August 2012
Manhattan Project Park in the News
Ask Your Congressmen to Support the Bill!
Reflections on the Bomb
Manhattan Project Celebrates 70th Anniversary
AHF Releases "A Guide to the Manhattan Project in New Mexico"
Symposium at National Archives at Atlanta
Quick Links


The Manhattan Project received a lot of press in August! From the Manhattan Project National Historical Park Act to the anniversaries of the establishment of the Manhattan Project and the bombings of Hiroshima and Nagasaki, the project garnered a lot of attention this past month. We are pleased so many people and journalists nationwide have taken an interest in this fascinating history.

Enola Gay, the plane that dropped the atomic bomb on Hiroshima

Manhattan Project Park in the News 

The Oppenheimer House at Los Alamos

The Manhattan Project National Historical Park legislation currently under consideration has received nationwide attention in the past few weeks. Because Congress was in recess for much of August, Senator Jeff Bingaman and Congressman Doc Hastings have not had the opportunity to move the legislation forward. But the Park received a hugely significant endorsement by the Washington Post, which published an editorial advocating the establishment of the Park. 


The piece calls the Park "a fine idea," explaining, "Given [the three Manhattan Project sites'] importance in the histories of the United States, the Cold War and the 20th century, Congress should pass the park designation bill by Sen. Jeff Bingaman (D-N.M.) and companion legislation by Rep. Doc Hastings (R-Wash.)." The editorial concludes, 

"[The Manhattan Project] encompasses a seminal moment in world history, one that surely warrants the wider audience this legislative push would bring." 


It is rare for the Washington Post to write an editorial advocating the creation of a new national park, so the editorial is especially significant and timely. The leadership of the 112th Congress needs to makes sure that the legislation is enacted.

The Gun Site at Los Alamos

On August 8, CBS aired an excellent segment on the proposed Manhattan Project National Historical Park during its show, CBS This Morning. Lee Cowan, a CBS national correspondent, traveled to Los Alamos, NM to view the sites. Ellen McGehee, Los Alamos National Laboratory's historic buildings manager, gave Cowan a tour of the restored V-Site, where the "Gadget," the first plutonium-based atomic explosive, was assembled by Manhattan Project scientists; the Gun Site, where the "Little Boy" bomb was assembled; and the Quonset Hut, where assembly work on the "Fat Man" bomb was done before it was shipped to Tinian. 


Cowan also interviewed Helene Suydam, 92. Since 1951, she has lived in the house where J. Robert Oppenheimer and his family lived during the Manhattan Project when he directed the laboratory at Los Alamos. In 2004, Mrs. Suydam has agreed to leave the house to the Los Alamos Historical Society. Commenting on a photo taken of Oppenheimer in the house, she remarked that she "has not changed a thing."


Other news articles on the legislation include articles in Yahoo News, the Tri-City News Tribune, the New Scientist, and the Japan Times. AHF President Cindy Kelly was interviewed for the last two pieces.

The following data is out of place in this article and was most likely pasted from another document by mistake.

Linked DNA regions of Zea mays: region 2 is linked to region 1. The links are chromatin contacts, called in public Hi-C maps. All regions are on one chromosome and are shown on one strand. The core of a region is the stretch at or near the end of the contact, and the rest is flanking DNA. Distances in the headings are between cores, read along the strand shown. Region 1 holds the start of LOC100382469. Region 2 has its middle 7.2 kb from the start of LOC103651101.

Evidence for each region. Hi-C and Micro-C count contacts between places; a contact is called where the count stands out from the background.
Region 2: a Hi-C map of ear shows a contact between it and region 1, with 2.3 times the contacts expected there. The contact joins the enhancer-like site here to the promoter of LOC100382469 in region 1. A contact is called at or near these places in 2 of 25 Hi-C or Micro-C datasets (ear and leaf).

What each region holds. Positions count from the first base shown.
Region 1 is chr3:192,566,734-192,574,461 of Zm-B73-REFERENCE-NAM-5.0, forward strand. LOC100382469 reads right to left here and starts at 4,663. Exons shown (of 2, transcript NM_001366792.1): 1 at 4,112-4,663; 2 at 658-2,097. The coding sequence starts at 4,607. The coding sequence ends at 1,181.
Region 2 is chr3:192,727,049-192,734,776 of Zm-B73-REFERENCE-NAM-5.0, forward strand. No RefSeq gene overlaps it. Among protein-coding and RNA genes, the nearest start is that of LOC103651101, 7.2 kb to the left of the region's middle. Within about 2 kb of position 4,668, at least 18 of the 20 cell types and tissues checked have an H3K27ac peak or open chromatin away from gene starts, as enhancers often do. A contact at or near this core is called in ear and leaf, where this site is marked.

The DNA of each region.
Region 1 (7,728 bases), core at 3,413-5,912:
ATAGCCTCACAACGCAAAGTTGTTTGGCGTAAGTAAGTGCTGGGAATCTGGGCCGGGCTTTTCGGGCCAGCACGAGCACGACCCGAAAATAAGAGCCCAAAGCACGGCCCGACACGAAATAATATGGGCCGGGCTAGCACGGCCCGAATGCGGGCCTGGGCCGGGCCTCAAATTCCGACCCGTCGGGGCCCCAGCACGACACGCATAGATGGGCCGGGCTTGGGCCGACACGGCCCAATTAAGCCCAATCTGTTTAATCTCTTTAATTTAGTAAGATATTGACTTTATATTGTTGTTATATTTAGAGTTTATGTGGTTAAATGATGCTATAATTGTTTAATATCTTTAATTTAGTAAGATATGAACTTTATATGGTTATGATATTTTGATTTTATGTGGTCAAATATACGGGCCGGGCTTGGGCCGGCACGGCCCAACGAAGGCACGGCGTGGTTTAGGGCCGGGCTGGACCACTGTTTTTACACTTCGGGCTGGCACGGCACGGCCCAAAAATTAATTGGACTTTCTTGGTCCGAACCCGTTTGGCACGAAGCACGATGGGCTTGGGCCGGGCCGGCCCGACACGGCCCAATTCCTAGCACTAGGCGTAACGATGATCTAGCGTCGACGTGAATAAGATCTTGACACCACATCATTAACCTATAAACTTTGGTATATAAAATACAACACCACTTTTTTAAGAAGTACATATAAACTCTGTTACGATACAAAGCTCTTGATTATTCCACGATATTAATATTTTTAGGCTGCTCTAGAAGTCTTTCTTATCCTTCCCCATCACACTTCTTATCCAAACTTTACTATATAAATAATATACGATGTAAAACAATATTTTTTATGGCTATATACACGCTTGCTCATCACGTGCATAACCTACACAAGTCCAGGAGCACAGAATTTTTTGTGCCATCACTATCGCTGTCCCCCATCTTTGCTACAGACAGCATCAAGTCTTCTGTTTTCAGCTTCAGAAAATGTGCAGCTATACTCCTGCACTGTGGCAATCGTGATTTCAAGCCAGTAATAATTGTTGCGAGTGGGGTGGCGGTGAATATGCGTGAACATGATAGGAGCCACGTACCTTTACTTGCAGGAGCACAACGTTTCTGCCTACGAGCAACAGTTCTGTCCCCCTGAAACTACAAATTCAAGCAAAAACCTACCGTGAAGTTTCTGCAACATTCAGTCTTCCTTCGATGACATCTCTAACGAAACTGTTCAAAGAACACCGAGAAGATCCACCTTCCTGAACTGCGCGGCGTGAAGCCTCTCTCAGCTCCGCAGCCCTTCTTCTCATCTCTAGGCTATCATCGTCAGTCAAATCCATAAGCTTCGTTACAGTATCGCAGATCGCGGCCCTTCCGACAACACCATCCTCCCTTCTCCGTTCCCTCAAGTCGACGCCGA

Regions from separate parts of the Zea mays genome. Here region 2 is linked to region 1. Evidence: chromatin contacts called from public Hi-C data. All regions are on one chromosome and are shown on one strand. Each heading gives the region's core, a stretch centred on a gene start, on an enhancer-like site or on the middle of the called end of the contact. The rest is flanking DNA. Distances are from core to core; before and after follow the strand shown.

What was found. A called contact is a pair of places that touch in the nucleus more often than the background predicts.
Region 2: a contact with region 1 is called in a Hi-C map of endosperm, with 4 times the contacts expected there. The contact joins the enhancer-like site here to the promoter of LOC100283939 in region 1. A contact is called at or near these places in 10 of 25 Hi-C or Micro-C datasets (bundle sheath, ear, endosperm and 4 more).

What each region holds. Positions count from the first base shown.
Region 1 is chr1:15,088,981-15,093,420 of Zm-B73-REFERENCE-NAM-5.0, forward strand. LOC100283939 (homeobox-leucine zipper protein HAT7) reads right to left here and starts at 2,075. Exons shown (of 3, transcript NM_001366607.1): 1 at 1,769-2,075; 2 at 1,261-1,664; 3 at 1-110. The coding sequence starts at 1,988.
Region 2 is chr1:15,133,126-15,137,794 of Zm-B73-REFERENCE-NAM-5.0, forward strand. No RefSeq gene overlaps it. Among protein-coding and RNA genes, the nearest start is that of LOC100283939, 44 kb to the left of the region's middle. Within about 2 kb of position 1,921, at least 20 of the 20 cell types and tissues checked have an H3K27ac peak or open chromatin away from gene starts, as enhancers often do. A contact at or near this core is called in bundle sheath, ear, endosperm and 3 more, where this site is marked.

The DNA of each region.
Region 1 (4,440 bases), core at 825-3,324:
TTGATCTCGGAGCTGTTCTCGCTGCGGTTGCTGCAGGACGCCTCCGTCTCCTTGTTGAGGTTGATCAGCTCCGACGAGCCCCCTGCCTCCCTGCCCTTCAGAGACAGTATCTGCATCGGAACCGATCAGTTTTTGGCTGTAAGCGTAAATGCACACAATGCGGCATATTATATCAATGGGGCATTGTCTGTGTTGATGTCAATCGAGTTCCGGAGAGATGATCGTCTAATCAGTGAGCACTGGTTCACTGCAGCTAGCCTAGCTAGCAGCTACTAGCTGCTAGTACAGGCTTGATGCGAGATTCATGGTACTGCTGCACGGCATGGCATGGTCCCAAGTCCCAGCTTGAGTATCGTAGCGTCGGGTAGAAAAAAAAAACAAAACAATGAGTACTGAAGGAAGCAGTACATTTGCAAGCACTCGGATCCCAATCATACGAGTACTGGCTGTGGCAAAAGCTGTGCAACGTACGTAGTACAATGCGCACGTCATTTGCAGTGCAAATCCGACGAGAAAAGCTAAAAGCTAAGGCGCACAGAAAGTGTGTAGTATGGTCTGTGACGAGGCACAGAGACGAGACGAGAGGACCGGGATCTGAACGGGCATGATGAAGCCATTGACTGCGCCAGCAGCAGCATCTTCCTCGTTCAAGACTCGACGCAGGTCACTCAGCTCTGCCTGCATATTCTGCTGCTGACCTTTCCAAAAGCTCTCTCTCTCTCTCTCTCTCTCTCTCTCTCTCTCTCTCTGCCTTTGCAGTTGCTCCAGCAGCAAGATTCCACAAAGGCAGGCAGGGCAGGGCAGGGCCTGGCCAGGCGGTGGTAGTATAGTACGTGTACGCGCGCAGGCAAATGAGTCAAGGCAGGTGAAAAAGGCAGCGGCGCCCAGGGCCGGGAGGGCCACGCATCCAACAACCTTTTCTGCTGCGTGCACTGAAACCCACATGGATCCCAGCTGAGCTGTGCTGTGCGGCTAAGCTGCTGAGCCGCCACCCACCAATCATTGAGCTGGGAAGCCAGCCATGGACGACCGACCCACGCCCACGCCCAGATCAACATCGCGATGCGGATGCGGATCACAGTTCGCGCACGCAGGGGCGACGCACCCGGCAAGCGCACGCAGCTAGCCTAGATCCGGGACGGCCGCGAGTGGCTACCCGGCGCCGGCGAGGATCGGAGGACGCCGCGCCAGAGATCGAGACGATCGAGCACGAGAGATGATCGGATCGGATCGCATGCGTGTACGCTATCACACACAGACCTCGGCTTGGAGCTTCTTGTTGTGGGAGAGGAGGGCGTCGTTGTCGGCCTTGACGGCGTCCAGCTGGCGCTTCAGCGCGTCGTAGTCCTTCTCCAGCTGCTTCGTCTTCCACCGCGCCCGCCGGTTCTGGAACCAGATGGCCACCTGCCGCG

Ask Your Congressmen to Support the Bill! 


The National Trust for Historic Preservation has created an easy way for advocates of the Manhattan Project National Historical Park to contact their Congressmen and ask for their support for the legislation. Simply click here, fill in the required fields, edit the letter as you wish, and your missive will be sent to your Congressmen's offices. 


The national park legislation will be competing with an avalanche of other business before the 112th Congress adjourns. With precious few legislative days left in the session, please help make sure the Manhattan Project National Historical Park legislation gets the priority it deserves.

Reflections on the Bomb


August 6 and 9, 2012 represent the 67th anniversaries of the bombing of Hiroshima and Nagasaki. This fall AHF and the Los Alamos Historical Society will launch a website, "Voices of the Manhattan Project," featuring oral histories of Manhattan Project veterans. Here are a few excerpts of interviews conducted by AHF with Manhattan Project veterans, highlighting how they feel about the decision to drop the bomb.  

Robert Furman receiving the Legion of Merit from General Groves in December 1945. Courtesy of the Patricia Cox Owen Collection.

Robert Furman, Assistant to General Leslie Groves; interview conducted on February 20, 2008: "It's a miracle the bomb was developed. It's wonderful that we were able to use it to end the war. If it had not occurred--if the bomb had not been dropped and the war had continued, thousands of people would have died on both sides, particularly if we had invaded Japan. We might be talking about a million people in such a terrible invasion process."


Gordon Knobeloch, Los Alamos chemist; interview conducted on November 16, 2005: "It was the scientists who made the bomb, but it wasn't our decision to drop it. That was up to the military or the president, Harry Truman. And Truman truly had no option. I mean, what if he had decided not to use it and gone ahead with a bloody invasion of Japan, which might have failed, but, in any event, that would have killed a lot of people."